Born in Tokyo in 1925, Mishima published his first book in 1944, shortly before the cataclysmic end of Japan’s involvement in World War II. His 1949 novel “Confessions of a Mask” established him as a leading voice in that nation’s literary life, alongside Kenzaburo Oe, Taeko Kono, Kobo Abe and others. Remarkable novels followed, including “The Temple of the Golden Pavilion” and “The Sailor Who Fell from Grace With the Sea.” For the short remainder of his life, Mishima also wrote the stories and drama (including traditional Noh plays) that defined postwar literature — and not only in Japan.
His “Sea of Fertility” tetralogy stands as one of the epic achievements of 20th-century letters. The day Mishima finished writing the fourth volume, in 1970, he led a nationalistic plot intended to return power to the imperial throne. His group of far-right extremists visited a military base and took the commandant hostage. Unable to persuade the resident soldiers to join him, he committed ritual suicide by disemboweling himself. And he knew what he was doing. The samurai practice of seppuku, or hara-kiri, was something he had described in gory detail a decade earlier in his short story “Patriotism”:
“Despite the effort he had himself put into the blow, the lieutenant had the impression that someone else had struck the side of his stomach agonizingly with a thick rod of iron. For a second or so his head reeled and he had no idea what had happened. The five or six inches of naked point had vanished completely into his flesh, and the white bandage, gripped in his clenched fist, pressed directly against his stomach.”
The pain of that story — not to mention the nihilistic self-righteousness — remains palpable with every rereading. The same year Mishima published that memento mori, he also wrote “The Frolic of the Beasts.” Andrew Clare’s translation provides a ripe opportunity to revisit Mishima’s mind-set at that time.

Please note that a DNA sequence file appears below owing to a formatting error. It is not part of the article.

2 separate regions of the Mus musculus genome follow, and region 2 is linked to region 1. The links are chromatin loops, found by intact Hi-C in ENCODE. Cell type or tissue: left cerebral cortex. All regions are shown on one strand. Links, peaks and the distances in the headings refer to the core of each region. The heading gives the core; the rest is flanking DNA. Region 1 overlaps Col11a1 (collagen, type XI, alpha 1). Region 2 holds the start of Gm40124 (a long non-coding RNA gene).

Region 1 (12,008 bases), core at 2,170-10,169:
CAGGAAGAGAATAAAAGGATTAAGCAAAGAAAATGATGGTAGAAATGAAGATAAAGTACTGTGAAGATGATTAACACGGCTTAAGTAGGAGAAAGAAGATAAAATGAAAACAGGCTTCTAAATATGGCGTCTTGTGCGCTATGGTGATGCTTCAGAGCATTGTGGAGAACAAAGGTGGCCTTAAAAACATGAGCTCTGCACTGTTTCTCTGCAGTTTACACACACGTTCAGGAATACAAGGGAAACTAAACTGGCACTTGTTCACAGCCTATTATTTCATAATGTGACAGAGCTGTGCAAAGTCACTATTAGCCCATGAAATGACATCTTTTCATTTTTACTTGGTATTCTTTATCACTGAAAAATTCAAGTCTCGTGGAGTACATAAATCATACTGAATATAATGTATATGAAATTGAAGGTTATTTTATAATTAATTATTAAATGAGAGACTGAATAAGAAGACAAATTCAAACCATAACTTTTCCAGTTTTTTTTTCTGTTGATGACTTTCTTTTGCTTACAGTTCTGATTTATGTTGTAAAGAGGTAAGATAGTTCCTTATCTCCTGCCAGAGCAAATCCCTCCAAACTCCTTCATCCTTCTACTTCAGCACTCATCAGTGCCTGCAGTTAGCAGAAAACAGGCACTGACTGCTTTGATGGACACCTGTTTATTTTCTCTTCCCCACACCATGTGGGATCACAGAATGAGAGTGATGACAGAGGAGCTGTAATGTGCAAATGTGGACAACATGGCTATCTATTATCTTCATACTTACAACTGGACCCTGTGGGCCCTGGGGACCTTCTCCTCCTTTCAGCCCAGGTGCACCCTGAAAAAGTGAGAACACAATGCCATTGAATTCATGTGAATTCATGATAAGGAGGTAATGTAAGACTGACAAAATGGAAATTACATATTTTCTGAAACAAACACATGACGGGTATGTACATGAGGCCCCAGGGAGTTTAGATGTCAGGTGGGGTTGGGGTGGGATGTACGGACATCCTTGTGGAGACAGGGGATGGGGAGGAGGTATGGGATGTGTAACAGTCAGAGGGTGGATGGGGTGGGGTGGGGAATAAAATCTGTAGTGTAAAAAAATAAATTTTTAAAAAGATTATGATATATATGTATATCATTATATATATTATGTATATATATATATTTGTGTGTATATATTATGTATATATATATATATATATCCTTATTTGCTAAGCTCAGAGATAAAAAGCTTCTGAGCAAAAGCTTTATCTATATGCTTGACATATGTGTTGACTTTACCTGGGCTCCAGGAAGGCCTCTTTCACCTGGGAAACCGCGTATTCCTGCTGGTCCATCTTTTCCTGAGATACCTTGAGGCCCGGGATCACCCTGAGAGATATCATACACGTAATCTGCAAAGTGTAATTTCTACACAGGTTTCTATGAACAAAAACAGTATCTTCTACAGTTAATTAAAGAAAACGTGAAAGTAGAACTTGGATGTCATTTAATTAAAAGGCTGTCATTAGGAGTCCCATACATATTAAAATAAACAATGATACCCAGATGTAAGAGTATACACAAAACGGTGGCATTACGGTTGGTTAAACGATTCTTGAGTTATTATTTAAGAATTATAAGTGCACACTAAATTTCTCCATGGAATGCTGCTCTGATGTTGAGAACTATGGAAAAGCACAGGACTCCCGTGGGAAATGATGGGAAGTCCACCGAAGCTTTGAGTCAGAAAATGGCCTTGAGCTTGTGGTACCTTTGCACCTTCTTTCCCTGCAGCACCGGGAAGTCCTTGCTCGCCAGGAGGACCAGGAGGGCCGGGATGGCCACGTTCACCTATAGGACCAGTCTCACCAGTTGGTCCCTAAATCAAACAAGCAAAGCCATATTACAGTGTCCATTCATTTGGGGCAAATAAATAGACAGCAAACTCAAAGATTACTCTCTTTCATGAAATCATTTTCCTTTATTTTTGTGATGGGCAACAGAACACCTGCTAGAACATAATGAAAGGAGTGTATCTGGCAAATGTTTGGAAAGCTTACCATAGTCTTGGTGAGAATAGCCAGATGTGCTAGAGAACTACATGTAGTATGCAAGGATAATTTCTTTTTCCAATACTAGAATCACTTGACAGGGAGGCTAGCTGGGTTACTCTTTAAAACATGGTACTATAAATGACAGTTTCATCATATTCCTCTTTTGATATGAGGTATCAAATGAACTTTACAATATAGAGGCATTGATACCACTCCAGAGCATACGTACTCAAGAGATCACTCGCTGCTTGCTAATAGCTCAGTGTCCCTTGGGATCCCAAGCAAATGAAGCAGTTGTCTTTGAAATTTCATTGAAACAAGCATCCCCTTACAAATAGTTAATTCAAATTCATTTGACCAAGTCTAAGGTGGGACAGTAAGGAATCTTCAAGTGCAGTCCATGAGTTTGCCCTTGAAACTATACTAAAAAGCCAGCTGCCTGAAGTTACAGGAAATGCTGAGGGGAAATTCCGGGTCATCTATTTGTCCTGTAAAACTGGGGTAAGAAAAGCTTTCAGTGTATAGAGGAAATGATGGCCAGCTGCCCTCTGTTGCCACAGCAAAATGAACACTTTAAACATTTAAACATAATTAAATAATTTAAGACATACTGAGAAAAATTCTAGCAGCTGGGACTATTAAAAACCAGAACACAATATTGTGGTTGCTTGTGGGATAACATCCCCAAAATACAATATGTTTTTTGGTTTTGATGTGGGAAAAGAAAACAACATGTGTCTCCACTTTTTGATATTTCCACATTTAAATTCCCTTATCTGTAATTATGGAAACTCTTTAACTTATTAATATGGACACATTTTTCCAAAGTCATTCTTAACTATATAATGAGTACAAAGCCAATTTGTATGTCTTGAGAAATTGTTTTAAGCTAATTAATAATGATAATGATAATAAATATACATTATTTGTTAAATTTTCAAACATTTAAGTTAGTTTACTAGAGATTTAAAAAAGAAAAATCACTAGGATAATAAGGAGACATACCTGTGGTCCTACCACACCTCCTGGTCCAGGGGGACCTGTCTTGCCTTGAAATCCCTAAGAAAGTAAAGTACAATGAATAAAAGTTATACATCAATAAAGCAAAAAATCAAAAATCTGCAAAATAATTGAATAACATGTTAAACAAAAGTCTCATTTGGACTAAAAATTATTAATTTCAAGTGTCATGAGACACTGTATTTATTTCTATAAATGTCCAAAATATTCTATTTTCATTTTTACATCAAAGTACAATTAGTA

The story is straightforward, though told in a meandering style that moves back and forth in time. As the book opens, a man named Koji is getting out of prison and arriving at a remote fishing port. There, he meets his former lover Yuko and the intrigue begins:
“As they began to walk, Yuko was seized with anxiety that it had been a mistake to take charge of this forlorn young orphan. Since deciding to care for him, she had not once experienced such a sense of trepidation, which was clearly therefore some sort of presentiment. She had even been censured for her rashness by the prison governor, who said he had never before heard of a case where a member of the victim’s family had become the criminal’s guarantor.”
Koji has been given a job in a greenhouse and invited to live with Yuko and her husband, Ippei. Details about their complicated past arrive in a slow drip of information that we know lead toward a “final wretched incident.” Ippei’s aphasia — the result of a fractured cranium — complicates matters in unexpected and terrible ways. By the time we reach the end, Mishima’s twisty timeline pays huge dividends. A powerful epilogue ties a neat ribbon around the plot.
Mishima’s sensibilities will seem a bit dated to contemporary readers. For example, the excessive and repetitive attention to the breast size of every female character is — to put it in technical terms — yucky. On the other hand, I did enjoy underlining the many fun and weird similes. The nighttime stars are like a “huge blanket of shiny mildew growing across the heavens.” The night itself is like a “colossal, intense piece of meat saturated with hot blood.” A woman’s face is like a “beautiful half-open sea cucumber.” Let that one sink in for a moment.
“The Frolic of the Beasts” comes to us in the midst of a Mishima moment. In addition to the welcome publication of this novel, Hiroaki Sato’s tremendous new book “On Haiku” includes some of Mishima’s earliest poems. One of them goes, in its entirety: “Here’s a stain of perfume on an old ball gown.” Next spring will bring another, previously untranslated work of Mishima’s fiction, his novella “Star.”
By my thinking, Mishima is a magnificent and important storyteller whose implicit value system just happens to make me ever so leery. Perhaps today’s rekindled interest in his work can be chalked up to coincidence. Or maybe there exists another reason some historical examples of far-right extremism and political violence and nihilism elsewhere now resonate so loudly here.
Andrew Ervin is the author of the novel “Burning Down George Orwell’s House” and the novella collection “Extraordinary Renditions.” His most recent book is “Bit By Bit: How Video Games Transformed Our World.”
By Yukio Mishima.
Vintage. 176 pp. $16.
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